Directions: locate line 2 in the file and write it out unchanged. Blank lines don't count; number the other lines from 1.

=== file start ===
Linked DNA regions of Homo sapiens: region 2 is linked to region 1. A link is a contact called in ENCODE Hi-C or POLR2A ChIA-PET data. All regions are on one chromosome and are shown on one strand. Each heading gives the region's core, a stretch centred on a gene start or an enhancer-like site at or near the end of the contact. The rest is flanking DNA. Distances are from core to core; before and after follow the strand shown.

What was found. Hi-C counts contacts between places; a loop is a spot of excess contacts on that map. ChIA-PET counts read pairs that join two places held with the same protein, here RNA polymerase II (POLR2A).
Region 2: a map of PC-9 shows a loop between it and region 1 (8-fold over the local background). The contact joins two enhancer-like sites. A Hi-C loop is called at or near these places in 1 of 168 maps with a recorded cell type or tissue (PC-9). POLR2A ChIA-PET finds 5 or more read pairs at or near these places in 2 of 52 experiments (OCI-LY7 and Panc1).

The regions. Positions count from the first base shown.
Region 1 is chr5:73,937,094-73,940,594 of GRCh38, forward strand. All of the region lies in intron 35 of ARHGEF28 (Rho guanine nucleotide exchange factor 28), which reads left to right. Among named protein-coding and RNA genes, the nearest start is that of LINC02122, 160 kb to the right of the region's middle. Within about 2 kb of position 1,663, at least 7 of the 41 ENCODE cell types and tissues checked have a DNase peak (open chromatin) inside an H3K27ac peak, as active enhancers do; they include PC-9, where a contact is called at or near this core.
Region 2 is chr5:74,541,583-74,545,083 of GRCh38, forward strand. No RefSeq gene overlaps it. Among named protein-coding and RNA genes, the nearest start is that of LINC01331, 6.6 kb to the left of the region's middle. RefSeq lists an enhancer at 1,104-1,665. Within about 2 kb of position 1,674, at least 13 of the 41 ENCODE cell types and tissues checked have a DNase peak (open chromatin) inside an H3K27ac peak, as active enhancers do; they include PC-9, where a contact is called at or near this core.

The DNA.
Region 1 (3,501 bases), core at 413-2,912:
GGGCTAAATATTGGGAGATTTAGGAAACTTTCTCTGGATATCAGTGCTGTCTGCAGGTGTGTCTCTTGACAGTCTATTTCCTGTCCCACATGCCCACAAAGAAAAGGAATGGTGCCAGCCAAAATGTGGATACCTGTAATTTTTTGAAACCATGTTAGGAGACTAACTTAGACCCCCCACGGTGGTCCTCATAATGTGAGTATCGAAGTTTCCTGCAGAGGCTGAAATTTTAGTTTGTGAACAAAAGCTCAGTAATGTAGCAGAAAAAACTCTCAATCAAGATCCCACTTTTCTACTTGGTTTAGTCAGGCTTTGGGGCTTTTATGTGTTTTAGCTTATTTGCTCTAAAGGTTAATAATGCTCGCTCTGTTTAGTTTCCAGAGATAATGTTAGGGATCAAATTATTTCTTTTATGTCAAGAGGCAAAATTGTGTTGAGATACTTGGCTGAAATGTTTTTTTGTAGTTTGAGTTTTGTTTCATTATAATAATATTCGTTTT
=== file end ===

What was found. Hi-C counts contacts between places; a loop is a spot of excess contacts on that map. ChIA-PET counts read pairs that join two places held with the same protein, here RNA polymerase II (POLR2A).